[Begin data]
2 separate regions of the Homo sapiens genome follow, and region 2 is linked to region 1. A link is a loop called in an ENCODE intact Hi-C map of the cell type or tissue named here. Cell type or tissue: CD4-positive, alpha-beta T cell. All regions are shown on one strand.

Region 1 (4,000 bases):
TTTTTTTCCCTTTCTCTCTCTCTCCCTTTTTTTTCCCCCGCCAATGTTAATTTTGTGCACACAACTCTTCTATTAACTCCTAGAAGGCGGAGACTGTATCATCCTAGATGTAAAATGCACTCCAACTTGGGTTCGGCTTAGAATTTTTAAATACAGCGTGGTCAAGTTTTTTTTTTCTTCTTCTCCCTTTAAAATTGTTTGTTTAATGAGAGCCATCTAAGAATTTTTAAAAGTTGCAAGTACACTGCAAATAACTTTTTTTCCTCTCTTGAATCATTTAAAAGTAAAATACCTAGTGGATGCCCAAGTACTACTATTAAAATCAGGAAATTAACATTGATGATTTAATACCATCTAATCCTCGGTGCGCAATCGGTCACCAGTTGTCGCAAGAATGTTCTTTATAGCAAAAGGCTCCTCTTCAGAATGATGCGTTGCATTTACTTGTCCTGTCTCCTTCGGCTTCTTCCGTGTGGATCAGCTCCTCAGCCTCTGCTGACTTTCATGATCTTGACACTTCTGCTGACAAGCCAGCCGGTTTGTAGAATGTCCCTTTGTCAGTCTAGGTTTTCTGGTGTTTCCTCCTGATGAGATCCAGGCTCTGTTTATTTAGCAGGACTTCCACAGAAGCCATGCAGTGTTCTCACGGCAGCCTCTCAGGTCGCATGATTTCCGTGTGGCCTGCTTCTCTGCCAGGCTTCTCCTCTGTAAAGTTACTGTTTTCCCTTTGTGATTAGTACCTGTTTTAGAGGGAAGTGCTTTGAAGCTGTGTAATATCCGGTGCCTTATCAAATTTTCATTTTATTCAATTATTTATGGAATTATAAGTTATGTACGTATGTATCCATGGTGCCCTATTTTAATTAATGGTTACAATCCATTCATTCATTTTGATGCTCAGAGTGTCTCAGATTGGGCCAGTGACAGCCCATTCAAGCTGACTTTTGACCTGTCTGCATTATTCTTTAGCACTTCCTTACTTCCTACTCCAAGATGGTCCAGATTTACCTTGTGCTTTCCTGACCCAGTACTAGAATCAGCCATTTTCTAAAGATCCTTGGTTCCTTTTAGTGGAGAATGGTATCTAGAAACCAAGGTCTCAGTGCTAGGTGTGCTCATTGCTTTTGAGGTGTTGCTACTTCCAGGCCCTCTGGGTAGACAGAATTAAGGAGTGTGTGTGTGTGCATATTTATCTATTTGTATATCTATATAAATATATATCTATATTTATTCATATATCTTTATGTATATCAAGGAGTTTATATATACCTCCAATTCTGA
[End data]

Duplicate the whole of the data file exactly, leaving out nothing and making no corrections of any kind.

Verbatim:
2 separate regions of the Homo sapiens genome follow, and region 2 is linked to region 1. A link is a loop called in an ENCODE intact Hi-C map of the cell type or tissue named here. Cell type or tissue: CD4-positive, alpha-beta T cell. All regions are shown on one strand.

Region 1 (4,000 bases):
TTTTTTTCCCTTTCTCTCTCTCTCCCTTTTTTTTCCCCCGCCAATGTTAATTTTGTGCACACAACTCTTCTATTAACTCCTAGAAGGCGGAGACTGTATCATCCTAGATGTAAAATGCACTCCAACTTGGGTTCGGCTTAGAATTTTTAAATACAGCGTGGTCAAGTTTTTTTTTTCTTCTTCTCCCTTTAAAATTGTTTGTTTAATGAGAGCCATCTAAGAATTTTTAAAAGTTGCAAGTACACTGCAAATAACTTTTTTTCCTCTCTTGAATCATTTAAAAGTAAAATACCTAGTGGATGCCCAAGTACTACTATTAAAATCAGGAAATTAACATTGATGATTTAATACCATCTAATCCTCGGTGCGCAATCGGTCACCAGTTGTCGCAAGAATGTTCTTTATAGCAAAAGGCTCCTCTTCAGAATGATGCGTTGCATTTACTTGTCCTGTCTCCTTCGGCTTCTTCCGTGTGGATCAGCTCCTCAGCCTCTGCTGACTTTCATGATCTTGACACTTCTGCTGACAAGCCAGCCGGTTTGTAGAATGTCCCTTTGTCAGTCTAGGTTTTCTGGTGTTTCCTCCTGATGAGATCCAGGCTCTGTTTATTTAGCAGGACTTCCACAGAAGCCATGCAGTGTTCTCACGGCAGCCTCTCAGGTCGCATGATTTCCGTGTGGCCTGCTTCTCTGCCAGGCTTCTCCTCTGTAAAGTTACTGTTTTCCCTTTGTGATTAGTACCTGTTTTAGAGGGAAGTGCTTTGAAGCTGTGTAATATCCGGTGCCTTATCAAATTTTCATTTTATTCAATTATTTATGGAATTATAAGTTATGTACGTATGTATCCATGGTGCCCTATTTTAATTAATGGTTACAATCCATTCATTCATTTTGATGCTCAGAGTGTCTCAGATTGGGCCAGTGACAGCCCATTCAAGCTGACTTTTGACCTGTCTGCATTATTCTTTAGCACTTCCTTACTTCCTACTCCAAGATGGTCCAGATTTACCTTGTGCTTTCCTGACCCAGTACTAGAATCAGCCATTTTCTAAAGATCCTTGGTTCCTTTTAGTGGAGAATGGTATCTAGAAACCAAGGTCTCAGTGCTAGGTGTGCTCATTGCTTTTGAGGTGTTGCTACTTCCAGGCCCTCTGGGTAGACAGAATTAAGGAGTGTGTGTGTGTGCATATTTATCTATTTGTATATCTATATAAATATATATCTATATTTATTCATATATCTTTATGTATATCAAGGAGTTTATATATACCTCCAATTCTGA